An IIAR survey has prompted the Wikinomics blog to ask “who needs analyst firms anyway“? The article echos some of the themes in Jonny’s article, In praise of open source analysis, which last year discussed the trend for analyst firms to give away their basic research. “Analyst houses” he commented “have been using this model successfully for years.”
In fact, most of those firms are not open source in the the commonly accepted definition of the term. While “open source” is understood by some people to mean only “free”, few analysts have actually adopted the open source approach.
What is open source in the context of industry analysis? Jonny answers: “Analysts who give away their research for free (e.g. via blogs, free downloads, journals etc)”.
I am not so sure. For example, Internet Explorer is free, as is much of the research on agreegation sites (like alltheanalysts). However, the open source aproach is defined by a number of attributes:
- Open to collaboration. The process of production is transparent and collective. The consumers are also co-producers.
- Open to development. The flaws and weaknesses of the work are totally open to discussion and correction. The source for the whole product is open. There are no secrets.
- Open to reuse. With open source, users are free to modify the product, or to take only the parts they want. They can incorporate it into their own work without needing the permission of the original author. They can take the product and host it on their own machines. They can engage in mass distribution of a modified work.
Taken together, this means something produced in an open source way carries with it a ‘warranty of quality’ that is quite different from conventional products. Because the collaborative and open development process is different, it’s quite possible that the open source process produces different products: not necessarily better or worse, but certainly different.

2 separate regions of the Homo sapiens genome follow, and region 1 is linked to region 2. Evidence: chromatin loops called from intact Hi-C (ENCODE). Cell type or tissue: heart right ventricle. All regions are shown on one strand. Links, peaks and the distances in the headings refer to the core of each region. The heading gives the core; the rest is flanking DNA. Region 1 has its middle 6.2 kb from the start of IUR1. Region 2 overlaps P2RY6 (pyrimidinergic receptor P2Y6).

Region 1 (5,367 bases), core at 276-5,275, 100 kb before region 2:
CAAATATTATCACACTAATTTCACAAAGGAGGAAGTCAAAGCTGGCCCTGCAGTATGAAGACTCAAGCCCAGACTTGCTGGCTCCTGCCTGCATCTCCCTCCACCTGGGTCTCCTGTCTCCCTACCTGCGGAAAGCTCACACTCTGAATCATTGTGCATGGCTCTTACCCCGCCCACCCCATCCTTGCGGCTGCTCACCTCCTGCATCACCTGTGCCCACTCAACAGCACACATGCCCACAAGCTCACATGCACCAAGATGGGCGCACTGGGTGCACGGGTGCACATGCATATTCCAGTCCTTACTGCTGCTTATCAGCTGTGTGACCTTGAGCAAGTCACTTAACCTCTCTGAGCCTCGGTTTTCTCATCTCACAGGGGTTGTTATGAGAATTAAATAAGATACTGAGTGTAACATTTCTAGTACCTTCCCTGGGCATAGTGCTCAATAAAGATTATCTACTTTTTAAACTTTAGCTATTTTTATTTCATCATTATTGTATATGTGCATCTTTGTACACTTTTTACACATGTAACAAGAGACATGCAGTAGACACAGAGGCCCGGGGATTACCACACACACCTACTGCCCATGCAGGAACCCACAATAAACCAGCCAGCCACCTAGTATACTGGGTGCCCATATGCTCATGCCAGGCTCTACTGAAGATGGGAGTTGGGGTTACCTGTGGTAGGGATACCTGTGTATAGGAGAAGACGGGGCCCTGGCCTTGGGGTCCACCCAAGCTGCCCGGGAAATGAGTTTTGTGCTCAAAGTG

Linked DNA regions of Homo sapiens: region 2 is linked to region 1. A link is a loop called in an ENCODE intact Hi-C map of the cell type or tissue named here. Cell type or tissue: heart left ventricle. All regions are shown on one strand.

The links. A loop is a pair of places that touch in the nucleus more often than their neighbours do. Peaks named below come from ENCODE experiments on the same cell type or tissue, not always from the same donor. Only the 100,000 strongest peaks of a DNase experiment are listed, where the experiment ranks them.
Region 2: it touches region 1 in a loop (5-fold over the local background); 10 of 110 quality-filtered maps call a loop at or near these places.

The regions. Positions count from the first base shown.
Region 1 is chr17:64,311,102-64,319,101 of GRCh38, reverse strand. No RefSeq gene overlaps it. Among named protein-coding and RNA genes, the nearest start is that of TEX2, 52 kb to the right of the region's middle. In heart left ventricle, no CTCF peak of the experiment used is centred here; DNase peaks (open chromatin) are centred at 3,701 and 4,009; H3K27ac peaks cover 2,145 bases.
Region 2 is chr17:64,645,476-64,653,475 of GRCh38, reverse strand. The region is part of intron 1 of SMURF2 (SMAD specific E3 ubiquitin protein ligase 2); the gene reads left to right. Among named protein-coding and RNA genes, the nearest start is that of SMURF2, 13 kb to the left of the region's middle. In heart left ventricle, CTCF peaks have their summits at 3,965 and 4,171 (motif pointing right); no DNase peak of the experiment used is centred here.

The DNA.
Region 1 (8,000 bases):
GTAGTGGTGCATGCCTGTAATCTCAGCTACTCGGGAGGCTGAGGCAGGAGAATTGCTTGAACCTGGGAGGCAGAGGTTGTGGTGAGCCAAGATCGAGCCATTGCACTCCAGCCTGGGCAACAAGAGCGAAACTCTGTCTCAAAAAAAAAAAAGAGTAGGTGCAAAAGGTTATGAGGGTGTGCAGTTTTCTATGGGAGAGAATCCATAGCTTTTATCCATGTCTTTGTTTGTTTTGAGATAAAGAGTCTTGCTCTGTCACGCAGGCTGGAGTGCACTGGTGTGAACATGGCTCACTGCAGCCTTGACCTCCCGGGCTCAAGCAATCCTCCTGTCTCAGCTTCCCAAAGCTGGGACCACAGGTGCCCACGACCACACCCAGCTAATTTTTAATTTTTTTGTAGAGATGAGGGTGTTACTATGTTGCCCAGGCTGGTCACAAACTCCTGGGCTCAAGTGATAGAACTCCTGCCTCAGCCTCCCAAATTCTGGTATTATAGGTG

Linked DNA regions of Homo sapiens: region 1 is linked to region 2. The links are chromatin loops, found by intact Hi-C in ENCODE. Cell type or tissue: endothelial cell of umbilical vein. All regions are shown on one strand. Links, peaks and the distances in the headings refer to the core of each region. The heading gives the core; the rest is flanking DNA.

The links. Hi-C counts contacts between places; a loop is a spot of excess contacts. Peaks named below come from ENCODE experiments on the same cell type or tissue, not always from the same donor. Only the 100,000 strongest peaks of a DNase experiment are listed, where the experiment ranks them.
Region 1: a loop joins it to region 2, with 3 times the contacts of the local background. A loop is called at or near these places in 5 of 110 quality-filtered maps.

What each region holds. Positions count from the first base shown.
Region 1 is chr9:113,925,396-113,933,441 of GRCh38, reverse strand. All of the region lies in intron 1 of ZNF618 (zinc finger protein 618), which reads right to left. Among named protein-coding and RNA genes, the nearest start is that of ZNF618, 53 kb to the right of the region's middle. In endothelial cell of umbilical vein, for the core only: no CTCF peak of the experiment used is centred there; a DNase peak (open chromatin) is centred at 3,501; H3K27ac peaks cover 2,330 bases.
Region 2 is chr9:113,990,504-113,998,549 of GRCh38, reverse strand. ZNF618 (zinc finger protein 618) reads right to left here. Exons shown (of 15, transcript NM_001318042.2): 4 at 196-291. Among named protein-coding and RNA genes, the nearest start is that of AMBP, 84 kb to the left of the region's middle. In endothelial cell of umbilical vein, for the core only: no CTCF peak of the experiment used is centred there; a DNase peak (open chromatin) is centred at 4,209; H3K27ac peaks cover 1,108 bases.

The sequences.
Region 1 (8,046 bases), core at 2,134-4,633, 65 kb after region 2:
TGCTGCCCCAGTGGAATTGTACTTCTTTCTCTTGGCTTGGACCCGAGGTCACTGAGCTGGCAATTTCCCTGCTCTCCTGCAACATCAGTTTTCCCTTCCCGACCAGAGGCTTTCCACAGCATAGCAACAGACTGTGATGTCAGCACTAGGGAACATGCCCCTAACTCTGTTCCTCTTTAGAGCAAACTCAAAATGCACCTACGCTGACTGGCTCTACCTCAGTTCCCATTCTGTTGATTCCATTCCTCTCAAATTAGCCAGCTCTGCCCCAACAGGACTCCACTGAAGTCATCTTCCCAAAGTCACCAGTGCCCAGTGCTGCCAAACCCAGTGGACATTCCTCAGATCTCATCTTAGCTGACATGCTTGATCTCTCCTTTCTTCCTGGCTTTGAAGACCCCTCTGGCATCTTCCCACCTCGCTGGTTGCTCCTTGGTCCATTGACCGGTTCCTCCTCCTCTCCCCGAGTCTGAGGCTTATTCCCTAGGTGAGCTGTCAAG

In contrast it seems that the research methods and objectives of many analyst firms which distribute free research are often not open source.
For example, some firms take advantage of vendor sponsorship to fund some, or all, of their research. In many cases, the spirit and practice may resemble that of a “patronage” model (similar to the way vendors often fund open source research). However that means the analyst remains in control of the research design, execution and interpretation, as well as the final form distributed, in a manner that is typically well thought out at the start. One could say that this avoids the risk of bias, from vendors or others. However, that is not open source.
Sometimes, patronage is seen as having some issues. Patrons expect benefits. Jan Vermeer’s patron, Pieter van Ruijven, got paintings. Linus Torvalds’ helped his patron, Transmeta, to get valuable IP and become the ‘most important company in Silicon Valley’. Neither Vermeer nor Torvalds could have stopped and acted in a way that acted against their sponsors interests and then expected the patronage to continue.
For example, highly-respected and independent firms have been criticised for accepting funding: as was the case with Microsoft-sponsored research into Linux. The patron clearly retains some authority: For example, the topics are specified by the vendors who sponsor the research. The methods employed are not open to the user who wants to see if the research process might work differently if the source – the data and methods – are modified.
Open source research could involve collective ad open discussion about, for example, survey tools and scope. That process is not open for free analyst research. Readers don’t know the approaches, question and responses that have not been used in the final report. Furthermore, the reworking, modification and re-use of alost all free analyst research is not free.
Johnny made this comment about these analyst firms: “If it’s given away – it’s open source. Period. Does this liken to Aberdeen being ‘gun’s for hire’ – that’s a different argument entirely. The market will dictate that – if people do not believe [their] trustworthiness or independence (…) then they will go bust. If indeed they or anyone else can be bought I will celebrate their demise too. However, this isn’t the case at the moment and I hope it never becomes that way.”
That advice is worth listening to, even though I disagree with Jonny’s use of ‘open source’. All analyst firms, both those with free research and the others, can use open source techniques to develop wider appreciation of their reliability.